“P is not above the law, and P is not entitled to ignore an order of this Court. No person is. When a Master of this Court orders P to pay D, P must pay D. P is hereby reminded that non-compliance with an order of this Court is, or can be, a very serious matter.”
– Signature Diamond LLC v Phillips Fine Watches Limited  HKCFI 2903
“Decisions and consequences… Ruled by consequences”
- John Wick
The decision in Signature Diamond LLC was mainly about the Plaintiff’s application for an order lifting the stay of proceedings concerning some timepieces. The order of staying the proceedings was made in light of the parallel proceedings in Switzerland, and the Plaintiff’s application was dismissed because no genuine material changes in circumstances were shown.
As noted in its decision, the proposition given in the Affirmation that high value watches can ‘change’ overtime (without cogent evidence in support), is a non-starter:
“I have no doubt the Watches should be carefully kept, but this was known to P … and was not a “material change in circumstances”. It has not been suggested to this Court that the Watches became something else...”
The significance of this decision however lies in the final remarks where the court noted that the Plaintiff was ordered to pay the Defendant forthwith a certain amount but after over 1 ½ years, the Plaintiff was still refusing to pay, and the Court reminded that a party can be penalised for contempt depending on the exact nature of the order and the circumstances of its non-compliance.
Contempt of Court
In Hong Kong, the court has inherent jurisdiction in contempt but we do not have codified law like the Contempt Court Act 1981 in the United Kingdom. The law of contempt can be found in common law and the committal proceedings can be brought under Order 52 of the Rules of High Court (Cap. 4A), but the court has its power to act of its own motion to punish a person of contempt.
Committal proceedings are not uncommon and as recent as in June 2020, committal proceedings were brought by the Secretary for Justice for a breach of a doxxing injunction in Secretary for Justice v Chan Oi Yau Riyo  HKCFI 1194.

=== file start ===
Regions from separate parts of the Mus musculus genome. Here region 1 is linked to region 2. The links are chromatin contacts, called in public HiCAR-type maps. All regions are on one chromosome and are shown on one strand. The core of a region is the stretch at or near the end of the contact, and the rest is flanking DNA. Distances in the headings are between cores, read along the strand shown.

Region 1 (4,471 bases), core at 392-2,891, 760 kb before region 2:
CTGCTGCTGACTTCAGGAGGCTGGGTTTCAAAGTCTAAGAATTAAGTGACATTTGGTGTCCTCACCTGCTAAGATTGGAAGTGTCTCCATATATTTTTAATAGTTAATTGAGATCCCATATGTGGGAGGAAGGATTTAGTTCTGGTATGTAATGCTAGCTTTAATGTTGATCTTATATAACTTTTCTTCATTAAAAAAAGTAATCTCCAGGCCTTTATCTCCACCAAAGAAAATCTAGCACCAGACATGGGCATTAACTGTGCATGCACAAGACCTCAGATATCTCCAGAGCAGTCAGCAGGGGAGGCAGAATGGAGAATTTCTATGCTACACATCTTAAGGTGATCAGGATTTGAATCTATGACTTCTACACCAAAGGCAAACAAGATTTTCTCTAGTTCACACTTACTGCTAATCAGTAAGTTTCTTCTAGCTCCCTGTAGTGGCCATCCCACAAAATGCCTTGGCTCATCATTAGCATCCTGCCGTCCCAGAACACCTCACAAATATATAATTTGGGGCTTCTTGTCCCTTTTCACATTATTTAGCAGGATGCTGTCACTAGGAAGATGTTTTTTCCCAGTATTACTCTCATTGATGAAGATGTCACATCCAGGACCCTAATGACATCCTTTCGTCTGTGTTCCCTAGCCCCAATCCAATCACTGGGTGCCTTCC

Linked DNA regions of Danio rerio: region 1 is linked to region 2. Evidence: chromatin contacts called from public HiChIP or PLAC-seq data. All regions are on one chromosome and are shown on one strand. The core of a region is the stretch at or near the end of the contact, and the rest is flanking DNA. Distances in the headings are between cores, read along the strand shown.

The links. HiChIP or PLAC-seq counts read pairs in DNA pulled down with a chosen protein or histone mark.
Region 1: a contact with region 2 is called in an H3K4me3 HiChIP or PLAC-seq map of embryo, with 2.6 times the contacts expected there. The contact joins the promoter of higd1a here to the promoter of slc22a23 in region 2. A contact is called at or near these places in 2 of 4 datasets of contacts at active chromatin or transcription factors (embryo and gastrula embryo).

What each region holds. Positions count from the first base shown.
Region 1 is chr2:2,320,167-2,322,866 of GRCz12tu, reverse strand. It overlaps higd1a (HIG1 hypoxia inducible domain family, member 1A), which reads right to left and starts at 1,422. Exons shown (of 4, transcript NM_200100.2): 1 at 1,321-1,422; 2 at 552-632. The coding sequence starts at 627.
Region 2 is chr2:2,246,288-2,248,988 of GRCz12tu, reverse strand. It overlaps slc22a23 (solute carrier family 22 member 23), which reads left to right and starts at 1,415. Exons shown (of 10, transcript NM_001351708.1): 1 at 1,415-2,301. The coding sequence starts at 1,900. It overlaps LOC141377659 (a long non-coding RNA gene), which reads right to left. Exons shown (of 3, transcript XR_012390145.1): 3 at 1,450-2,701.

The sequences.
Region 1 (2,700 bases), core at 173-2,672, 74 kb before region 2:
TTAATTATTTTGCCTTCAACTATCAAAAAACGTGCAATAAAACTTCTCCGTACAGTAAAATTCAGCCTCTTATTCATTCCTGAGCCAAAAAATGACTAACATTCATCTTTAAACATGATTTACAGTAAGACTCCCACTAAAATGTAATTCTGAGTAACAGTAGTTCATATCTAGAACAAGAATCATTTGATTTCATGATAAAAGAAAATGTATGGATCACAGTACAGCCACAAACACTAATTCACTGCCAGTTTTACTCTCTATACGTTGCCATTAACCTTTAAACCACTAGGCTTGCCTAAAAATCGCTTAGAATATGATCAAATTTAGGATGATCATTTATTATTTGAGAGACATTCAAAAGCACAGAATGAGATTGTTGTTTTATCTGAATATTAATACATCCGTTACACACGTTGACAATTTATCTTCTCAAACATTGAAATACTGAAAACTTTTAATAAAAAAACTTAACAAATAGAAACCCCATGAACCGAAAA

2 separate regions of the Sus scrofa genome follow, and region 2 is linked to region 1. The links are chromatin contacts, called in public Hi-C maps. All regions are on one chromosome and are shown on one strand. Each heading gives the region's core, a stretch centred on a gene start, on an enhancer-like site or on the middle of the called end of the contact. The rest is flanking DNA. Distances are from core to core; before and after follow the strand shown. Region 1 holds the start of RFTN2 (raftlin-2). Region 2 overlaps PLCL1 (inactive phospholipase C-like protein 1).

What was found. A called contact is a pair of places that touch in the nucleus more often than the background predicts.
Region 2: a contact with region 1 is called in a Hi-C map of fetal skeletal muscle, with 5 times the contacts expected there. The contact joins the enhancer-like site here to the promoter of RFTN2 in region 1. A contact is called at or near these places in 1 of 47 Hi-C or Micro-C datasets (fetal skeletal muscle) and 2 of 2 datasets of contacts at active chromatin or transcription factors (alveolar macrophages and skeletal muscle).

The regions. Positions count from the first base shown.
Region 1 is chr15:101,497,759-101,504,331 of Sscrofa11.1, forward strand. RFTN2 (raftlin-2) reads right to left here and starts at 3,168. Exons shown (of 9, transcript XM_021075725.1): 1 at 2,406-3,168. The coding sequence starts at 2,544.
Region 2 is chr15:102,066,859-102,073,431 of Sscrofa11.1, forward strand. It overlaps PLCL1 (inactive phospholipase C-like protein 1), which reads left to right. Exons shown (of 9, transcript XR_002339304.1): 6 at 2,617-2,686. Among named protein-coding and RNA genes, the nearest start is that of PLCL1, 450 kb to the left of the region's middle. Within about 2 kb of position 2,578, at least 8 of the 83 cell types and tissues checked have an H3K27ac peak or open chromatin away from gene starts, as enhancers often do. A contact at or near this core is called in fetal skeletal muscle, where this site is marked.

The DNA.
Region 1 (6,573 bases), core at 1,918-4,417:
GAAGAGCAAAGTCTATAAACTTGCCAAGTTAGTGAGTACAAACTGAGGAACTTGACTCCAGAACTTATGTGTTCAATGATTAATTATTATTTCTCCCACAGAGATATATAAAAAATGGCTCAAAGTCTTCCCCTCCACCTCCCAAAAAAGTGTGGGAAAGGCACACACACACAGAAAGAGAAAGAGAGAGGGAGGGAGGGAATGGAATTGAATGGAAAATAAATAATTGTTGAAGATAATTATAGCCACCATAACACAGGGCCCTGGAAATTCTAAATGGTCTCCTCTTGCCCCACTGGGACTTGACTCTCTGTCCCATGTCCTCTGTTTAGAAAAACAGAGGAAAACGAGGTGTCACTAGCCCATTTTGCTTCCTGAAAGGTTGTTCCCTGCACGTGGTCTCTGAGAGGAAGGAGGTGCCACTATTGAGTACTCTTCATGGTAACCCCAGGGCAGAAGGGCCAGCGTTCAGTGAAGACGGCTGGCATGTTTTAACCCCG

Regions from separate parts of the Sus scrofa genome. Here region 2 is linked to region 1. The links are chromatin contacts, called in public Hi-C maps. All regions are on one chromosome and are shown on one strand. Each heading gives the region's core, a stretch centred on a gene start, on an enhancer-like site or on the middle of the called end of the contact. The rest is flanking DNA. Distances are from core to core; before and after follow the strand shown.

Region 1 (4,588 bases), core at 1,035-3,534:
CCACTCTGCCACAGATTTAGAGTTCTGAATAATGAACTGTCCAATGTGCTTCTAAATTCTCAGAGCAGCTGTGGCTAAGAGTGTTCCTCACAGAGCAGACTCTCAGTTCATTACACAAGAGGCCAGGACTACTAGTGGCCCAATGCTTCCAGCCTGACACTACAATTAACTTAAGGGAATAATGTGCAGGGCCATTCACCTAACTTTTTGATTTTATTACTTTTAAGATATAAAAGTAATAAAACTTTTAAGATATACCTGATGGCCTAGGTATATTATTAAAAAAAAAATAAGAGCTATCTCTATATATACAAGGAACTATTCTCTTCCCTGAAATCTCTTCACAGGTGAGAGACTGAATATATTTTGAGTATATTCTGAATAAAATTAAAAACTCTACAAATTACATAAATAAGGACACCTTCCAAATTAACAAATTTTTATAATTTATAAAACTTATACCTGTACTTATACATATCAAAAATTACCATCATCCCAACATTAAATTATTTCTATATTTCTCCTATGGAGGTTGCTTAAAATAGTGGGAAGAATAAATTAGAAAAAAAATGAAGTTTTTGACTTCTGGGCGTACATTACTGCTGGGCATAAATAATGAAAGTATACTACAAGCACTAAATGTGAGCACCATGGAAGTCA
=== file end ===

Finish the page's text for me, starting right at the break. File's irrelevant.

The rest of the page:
The law of contempt is to prevent interference with the due administration of justice (La Dolce Vita Fine Dining Co Ltd v Zhang Lan  2 HKLRD 341), and as said in RACP Pharmaceutical Holdings Ltd v Li Xiaobo  2 HKLRD 331:
“The first principle is that court orders are made to be obeyed. They are not guidelines, to be ignored or paid lip service to at the behest of the parties affected. They are the building blocks by which the administration of justice is made workable.”
The Current Social Circumstances
Given the current social circumstances and sentiment, it is inevitable that courts have to try controversial cases towards which different sectors of the society may hold different opinions.
Like in Chan Oi Yau Riyo, the contempt arose when the Defendant posted on her Facebook account the personal data of a police constable and that of his family in breach of a doxxing injunction order.
The doxxing injunction order, which was widely reported through the media, prohibited the defendants (being named as persons unlawfully and wilfully conducting themselves in any of the prohibited acts) from, inter alia, publishing or disclosing the personal data of police officers and of their family with the intent to or that would likely to intimidate, molest, harass, threaten, pester or interfere with them.
However, the police constable later discovered that his and his family’s personal data were posted on a Telegram Channel called “老豆搵仔”, and the Defendant was found to have reposted on her Facebook page the same content when she was well aware of the terms of the doxxing injunction order.
The Court held that it is fundamental to the rule of law that court orders are to be obeyed and the requirement to obey court orders does not vary depending on one's personal or political views, or state of emotion.
Taking all the circumstances into account, the Defendant was sentenced to 28 days' imprisonment, suspended for 12 months.
Whilst we may hold different views, we are not above the law and court orders are there to be followed in order to maintain the integrity of the system. One should always:
- pay heed to the orders made by the court and ensure compliance; and
- avoid ‘advising’ a client to delay performance of Court order, otherwise, a litany of consequences may follow.
– Joshua Chu, Solicitor, ONC Lawyers
– Francesca Lee, Trainee Solicitor, ONC Lawyers